No matter – Pappe roams the world and continues to spread the lie about the imaginary Tantura “massacre,” a lie that has found its way into nearly every anti-Semitic web site and Neo-Nazi magazine on Earth, and even a handful of otherwise respectable mainstream journalists foolishly rely upon him. Pappe has lied about practically everything else, including about being “persecuted” by his own university in Israel. In fact, Pappe was never fired for his fraud and fabrication by the University of Haifa, although he should have been. (Some wags even suggested the university should be boycotted for not firing Pappe.) That did not stop Pappe from waving his stigmata as a “victim of Zionism” before the European anti-Semites promoting “divestment” from Israel. His recruitment by the University of Exeter proves how indifferent that school is to scholarly standards. His coming appearance as the star of the Harvard academic pogrom shows that things are not much better there.
Well, that's a pretty good flavor of what all this "Palestine Awareness" is about.

PREVIOUSLY: "Harvard’s Kennedy School of Government to Host Conference On the Extermination of Israel."

How Moderate Republicans Became Extinct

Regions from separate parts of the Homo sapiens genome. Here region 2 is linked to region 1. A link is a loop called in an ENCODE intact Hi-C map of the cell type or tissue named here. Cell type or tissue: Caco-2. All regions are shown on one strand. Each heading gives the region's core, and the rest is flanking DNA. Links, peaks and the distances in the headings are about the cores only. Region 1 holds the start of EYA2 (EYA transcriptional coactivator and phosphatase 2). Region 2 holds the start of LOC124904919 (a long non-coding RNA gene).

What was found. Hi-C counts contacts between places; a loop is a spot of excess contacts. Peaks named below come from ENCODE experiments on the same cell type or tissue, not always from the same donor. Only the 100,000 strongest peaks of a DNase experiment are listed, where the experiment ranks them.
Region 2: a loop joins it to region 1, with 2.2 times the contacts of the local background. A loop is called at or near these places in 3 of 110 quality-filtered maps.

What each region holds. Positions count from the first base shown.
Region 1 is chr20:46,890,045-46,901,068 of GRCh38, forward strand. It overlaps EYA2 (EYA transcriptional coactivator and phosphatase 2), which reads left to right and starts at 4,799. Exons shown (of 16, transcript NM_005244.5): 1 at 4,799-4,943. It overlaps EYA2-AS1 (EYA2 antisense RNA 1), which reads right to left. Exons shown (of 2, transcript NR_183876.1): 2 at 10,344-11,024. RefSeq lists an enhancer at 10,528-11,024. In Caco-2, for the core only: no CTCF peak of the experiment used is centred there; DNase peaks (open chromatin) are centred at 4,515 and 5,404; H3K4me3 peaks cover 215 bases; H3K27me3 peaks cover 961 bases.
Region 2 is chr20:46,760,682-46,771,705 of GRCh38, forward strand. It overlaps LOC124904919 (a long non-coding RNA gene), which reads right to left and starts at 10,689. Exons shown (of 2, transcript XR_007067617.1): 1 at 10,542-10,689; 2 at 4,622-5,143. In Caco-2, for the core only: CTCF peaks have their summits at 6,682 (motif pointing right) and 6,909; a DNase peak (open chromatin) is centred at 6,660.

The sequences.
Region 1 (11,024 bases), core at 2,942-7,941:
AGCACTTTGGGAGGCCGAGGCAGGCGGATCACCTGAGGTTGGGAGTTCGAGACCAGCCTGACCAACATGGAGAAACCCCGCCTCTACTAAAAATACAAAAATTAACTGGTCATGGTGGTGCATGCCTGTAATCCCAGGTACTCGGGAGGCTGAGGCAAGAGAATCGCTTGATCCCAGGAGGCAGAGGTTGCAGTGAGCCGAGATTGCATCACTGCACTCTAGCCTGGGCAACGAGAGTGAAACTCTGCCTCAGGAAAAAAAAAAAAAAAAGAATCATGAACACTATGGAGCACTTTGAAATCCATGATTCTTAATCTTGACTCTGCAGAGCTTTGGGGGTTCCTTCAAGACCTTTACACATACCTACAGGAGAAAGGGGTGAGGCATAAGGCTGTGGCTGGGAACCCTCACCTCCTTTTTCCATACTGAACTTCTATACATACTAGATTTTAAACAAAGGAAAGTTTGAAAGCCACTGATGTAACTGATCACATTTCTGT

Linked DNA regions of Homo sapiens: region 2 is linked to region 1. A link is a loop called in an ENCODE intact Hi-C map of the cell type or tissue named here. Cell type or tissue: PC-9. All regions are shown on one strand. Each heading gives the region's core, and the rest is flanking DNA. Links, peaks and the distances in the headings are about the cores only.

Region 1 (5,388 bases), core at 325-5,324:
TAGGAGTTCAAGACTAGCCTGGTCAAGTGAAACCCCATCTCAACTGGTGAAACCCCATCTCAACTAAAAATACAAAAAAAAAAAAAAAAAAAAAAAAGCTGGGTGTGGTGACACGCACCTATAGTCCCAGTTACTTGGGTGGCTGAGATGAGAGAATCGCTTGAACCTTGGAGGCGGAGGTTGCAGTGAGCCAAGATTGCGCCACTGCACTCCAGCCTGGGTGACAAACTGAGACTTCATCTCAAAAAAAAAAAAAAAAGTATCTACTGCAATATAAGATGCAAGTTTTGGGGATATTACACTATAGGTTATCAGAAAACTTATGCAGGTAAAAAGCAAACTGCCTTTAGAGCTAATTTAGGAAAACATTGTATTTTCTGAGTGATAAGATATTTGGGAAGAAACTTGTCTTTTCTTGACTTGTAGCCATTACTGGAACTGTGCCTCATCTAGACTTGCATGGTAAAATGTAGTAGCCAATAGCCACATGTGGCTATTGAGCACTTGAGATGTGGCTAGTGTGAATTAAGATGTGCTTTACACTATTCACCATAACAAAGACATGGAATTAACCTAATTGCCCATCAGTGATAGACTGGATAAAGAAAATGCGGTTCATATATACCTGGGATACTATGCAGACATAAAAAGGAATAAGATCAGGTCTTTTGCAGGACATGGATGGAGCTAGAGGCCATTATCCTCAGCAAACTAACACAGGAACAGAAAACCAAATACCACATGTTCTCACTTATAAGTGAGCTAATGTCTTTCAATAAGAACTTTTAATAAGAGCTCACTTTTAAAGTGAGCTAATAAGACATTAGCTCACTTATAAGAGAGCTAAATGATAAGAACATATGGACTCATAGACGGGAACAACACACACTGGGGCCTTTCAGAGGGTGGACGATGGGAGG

It's really amazing listening to this interview with Reihan Salam at the clip below. Salam is the co-author of Grand New Party: How Republicans Can Win the Working Class and Save the American Dream. Written with Ross Douthat, the book came out around the time of the 2008 campaign. The first half of the book is a tour de force on the changes in the Republican Party and general party realignment since the 1960s. The thesis is that the GOP can't hold onto the "Sam's Club" constituency --- which is basically the old working class Reagan Democrat types who have frequently shifted over to the GOP column since the cultural tumult of the 1960s. It's a fickle demographic, and the problem diagnosed in Grand New Party returns in Salam's new piece at Foreign Affairs, "The Missing Middle in American Politics." It's all fascinating from an academic perspective, and realistic in terms of our two-party system, but the notion of the "moderate Republican" is quaint. In seven minutes Salam mentions the tea party not once. So while all the talk of the old-style GOP moderates makes for some good establishment-style nostalgia, I think in the age of Obama it's not too risky to widen the perspective a bit. The economy will continue to be a huge issue through November, so those "swing voters" allegedly repulsed by the "fanatical" GOP candidates are hardly cemented into the Democrat column as if it were October 2008. More on that later. Meanwhile, here's this from Salam's essay: